On The Job
I was still high on this database knowledge. The Application at that time was on Oracle 7 something, SQL Server 6.5 and SQL Server 7.0… I took some computer based training for the Oracle stuff and really started getting into this Structured Query Language stuff. I had an opportunity to take some SQL Server 7.0 development and administration training, I jumped at it. I really picked up all I could, installed SQL at home and started playing with it a lot. In the support role my focus was more on Database Administration (a lot of our SQL Server shops didn’t have DBAs) and helping some bad default setups and SQL Server issues.
I just kept learning, trying and growing and instead of it getting old hat or boring there was always something new. This was exciting and fun to learn. After about 6 months on the support team, I became a go-to guy for database issues. We had an advanced support team for issues we couldn’t take and I hung out with those couple of guys and talked database talk with them. I would try and head off other resources database issues before we had to “bother” them and that was a huge growth.
An amazing opportunity
I had a chance to work for Andrew Kelly at another company. I didn’t know who he was, SQL Server 2000 was still very new and I believe Andy was either a new MVP or about to be one. I remember he was always on those newsgroup things (that’s why he needed a Junior DBA, most likely 😉 ). For some reason, he decided to hire this kid with not much experience but a passion for SQL Server. Working for Andy consisted of getting into “large” (They were at the time on SQL 7.0 or the early releases of SQL Server 2000) databases, rolling out maintenance tasks, monitoring performance, learning the vital importance of backup strategies (and testing them), hardware and performance issues (with some basic DTS packages thrown in for good measure.)
The best part about working for Andy was some amazing 1:1 training from someone with such knowledge. He created some classes for me about database administration, new features of 2000 and he patiently explained so many concepts to me that stick with me to today.
He also more or less made me get Kalen’s “Inside SQL Server 2000” book when it was pretty darn new. That book and I became great friends. I lost my original copy sadly but it was WELL WORN. Binding falling apart, scribble from notes I had to write while on a trip with my (at the time) girlfriend and that was all I had to write on during the train ride to DC (or NYC? I forget). I read and re-read that book. Nah it wasn’t all consuming but it really helped me in my journey to learn more about SQL and I always learned something new (even recently I had to re-read a section for a custom course I delivered for a SQL 2000 site that, for various reasons, can’t upgrade.. Sure enough, I picked up new information, nearly 10 years after the book was published).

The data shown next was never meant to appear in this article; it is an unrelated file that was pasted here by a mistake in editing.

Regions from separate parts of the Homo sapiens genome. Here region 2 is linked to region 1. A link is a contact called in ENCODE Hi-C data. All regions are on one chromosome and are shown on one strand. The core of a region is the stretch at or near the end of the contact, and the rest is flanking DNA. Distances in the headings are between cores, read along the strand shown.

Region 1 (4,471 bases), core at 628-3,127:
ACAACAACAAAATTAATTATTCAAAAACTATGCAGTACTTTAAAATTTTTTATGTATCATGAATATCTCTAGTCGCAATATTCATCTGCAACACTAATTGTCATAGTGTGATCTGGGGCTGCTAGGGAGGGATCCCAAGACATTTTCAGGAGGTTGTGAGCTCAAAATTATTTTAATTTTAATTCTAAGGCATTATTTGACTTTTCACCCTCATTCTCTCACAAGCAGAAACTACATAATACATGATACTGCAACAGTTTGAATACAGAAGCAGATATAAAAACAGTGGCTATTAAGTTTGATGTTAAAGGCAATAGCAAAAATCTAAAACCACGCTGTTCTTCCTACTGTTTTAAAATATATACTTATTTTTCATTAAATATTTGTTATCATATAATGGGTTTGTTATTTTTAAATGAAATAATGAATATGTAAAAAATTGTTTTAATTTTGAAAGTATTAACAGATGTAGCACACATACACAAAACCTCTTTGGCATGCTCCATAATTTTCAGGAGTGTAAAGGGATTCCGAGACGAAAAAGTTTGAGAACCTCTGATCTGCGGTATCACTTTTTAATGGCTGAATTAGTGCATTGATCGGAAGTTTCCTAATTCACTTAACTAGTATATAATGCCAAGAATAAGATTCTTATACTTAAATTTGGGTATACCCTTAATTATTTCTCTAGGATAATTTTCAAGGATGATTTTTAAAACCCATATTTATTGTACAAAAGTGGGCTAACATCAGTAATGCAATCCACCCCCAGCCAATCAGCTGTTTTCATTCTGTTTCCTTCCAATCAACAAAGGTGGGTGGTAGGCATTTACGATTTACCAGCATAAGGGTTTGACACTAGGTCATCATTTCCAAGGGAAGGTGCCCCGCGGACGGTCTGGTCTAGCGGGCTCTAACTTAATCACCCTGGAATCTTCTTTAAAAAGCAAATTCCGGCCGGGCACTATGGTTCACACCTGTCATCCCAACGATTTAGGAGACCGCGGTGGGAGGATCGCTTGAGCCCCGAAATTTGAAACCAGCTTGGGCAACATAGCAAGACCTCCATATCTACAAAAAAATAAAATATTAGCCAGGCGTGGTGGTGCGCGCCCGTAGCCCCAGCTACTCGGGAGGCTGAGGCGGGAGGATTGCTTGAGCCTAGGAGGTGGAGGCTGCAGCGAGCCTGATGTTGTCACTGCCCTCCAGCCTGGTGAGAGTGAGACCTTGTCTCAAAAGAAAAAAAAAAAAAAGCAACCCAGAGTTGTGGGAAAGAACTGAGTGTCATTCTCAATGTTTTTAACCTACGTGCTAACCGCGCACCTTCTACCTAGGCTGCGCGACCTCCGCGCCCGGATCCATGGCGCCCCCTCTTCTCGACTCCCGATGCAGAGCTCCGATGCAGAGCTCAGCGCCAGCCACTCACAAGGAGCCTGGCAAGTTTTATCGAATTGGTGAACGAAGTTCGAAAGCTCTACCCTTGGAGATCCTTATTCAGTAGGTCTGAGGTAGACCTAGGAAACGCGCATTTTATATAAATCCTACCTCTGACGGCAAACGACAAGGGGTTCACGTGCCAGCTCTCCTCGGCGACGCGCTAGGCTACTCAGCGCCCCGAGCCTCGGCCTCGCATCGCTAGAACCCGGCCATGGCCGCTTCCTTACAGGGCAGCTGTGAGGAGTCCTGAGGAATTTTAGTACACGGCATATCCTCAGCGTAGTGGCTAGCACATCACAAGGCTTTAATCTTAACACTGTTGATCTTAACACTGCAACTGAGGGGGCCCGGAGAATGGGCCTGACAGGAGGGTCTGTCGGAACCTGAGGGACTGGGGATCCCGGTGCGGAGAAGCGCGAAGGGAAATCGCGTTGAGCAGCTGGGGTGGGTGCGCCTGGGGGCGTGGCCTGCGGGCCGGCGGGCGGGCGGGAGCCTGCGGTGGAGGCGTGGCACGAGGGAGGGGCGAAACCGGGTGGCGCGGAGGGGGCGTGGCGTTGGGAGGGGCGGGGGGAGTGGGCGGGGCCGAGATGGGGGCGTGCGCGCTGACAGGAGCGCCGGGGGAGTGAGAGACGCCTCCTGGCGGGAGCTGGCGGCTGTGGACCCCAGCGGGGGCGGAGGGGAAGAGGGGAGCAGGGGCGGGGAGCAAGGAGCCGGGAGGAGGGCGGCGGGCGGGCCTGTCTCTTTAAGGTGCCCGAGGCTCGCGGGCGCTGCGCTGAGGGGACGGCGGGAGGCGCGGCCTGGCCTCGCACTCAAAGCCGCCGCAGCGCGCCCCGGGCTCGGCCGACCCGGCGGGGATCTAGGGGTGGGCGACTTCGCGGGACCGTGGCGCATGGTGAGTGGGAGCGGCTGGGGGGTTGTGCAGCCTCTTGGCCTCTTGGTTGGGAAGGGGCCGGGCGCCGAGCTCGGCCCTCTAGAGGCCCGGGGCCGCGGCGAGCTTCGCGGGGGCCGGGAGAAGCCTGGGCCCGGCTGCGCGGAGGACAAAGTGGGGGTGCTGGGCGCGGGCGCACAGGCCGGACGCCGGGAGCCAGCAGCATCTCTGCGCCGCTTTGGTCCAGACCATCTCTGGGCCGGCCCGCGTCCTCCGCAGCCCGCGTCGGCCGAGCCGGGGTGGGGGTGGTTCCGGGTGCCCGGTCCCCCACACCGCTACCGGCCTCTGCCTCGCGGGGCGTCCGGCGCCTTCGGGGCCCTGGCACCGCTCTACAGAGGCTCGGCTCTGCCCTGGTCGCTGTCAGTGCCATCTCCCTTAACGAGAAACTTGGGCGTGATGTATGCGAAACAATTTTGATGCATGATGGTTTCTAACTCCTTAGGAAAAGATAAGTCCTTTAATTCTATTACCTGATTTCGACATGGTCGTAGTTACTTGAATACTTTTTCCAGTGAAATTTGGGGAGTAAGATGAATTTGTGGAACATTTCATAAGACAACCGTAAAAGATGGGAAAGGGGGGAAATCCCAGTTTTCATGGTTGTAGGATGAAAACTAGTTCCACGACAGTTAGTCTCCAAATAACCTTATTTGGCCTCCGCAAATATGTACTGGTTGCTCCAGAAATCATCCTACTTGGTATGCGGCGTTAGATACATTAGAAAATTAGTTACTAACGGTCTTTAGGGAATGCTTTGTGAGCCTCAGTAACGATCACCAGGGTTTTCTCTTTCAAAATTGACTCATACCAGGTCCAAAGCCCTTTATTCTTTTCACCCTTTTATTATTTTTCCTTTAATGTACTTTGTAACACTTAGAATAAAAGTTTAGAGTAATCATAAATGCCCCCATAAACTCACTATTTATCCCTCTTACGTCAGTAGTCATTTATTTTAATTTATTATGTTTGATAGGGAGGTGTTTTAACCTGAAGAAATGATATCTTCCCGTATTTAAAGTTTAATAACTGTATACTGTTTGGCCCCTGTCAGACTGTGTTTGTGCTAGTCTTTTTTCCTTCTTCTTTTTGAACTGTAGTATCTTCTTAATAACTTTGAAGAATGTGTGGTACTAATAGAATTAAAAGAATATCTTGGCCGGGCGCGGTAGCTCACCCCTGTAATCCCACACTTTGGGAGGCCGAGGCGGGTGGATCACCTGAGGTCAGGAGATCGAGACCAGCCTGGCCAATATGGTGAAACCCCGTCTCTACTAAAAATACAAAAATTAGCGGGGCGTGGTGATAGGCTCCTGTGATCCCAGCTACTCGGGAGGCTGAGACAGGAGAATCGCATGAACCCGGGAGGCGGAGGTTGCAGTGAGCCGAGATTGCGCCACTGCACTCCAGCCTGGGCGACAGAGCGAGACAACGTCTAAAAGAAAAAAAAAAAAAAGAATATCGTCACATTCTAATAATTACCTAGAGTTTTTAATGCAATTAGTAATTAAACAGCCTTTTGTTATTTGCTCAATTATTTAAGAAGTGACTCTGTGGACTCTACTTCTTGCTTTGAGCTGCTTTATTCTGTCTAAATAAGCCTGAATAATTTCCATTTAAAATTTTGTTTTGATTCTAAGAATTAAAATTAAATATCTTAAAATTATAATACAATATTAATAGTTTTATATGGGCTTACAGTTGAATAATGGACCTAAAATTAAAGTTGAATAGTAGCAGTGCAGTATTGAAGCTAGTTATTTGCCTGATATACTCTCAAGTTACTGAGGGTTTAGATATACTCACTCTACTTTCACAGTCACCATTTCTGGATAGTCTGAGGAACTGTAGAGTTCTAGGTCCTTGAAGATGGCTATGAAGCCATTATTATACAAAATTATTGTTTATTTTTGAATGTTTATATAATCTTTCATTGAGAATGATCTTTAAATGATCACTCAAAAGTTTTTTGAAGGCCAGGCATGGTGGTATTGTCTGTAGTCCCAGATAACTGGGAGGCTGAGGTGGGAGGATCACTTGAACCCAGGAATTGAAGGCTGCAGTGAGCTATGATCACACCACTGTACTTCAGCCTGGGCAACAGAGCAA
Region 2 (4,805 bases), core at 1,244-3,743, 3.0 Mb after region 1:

That first role that sparked the interest in SQL and the second role that nurtured that growth set me on the path I am on today. I was laid off from that company with Andy, and have worked at various roles since then. Always relying on my DBA and Performance pet peeves/knowledge but getting to wear different hats (some all at the same time): Developer, “Architect”, SQL Server Consultant, SQL Server Blogger who has himself fooled he has a lot of new stuff to offer the blogosphere, unofficial project manager, Performance team lead, etc. etc.
So it’s been over 10 years and I am still very much not bored of SQL Server. Still thoroughly enjoy working with it in all of the above capacities and I still love learning new information and getting to work with new features.
Will I be doing SQL stuff in 10 years? Who knows… Maybe I’ll be supporting legacy non-cloud SQL Server installations for the same kind of money COBOL folks charge today Maybe I’ll be focused on the data within whatever the latest and greatest data storage mechanism is then. Maybe I’ll be a Pastor
I am very happy that I made the discovery of SQL Server and relational databases the way I did. It has been a fun career so far and while every day in the office may not be a fun day, it has overall been a great time.
I am not going to tag anyone since I am a bit late to the game… How about you though? Blog a post and link back here or ping me on twitter. Share your story in the comments.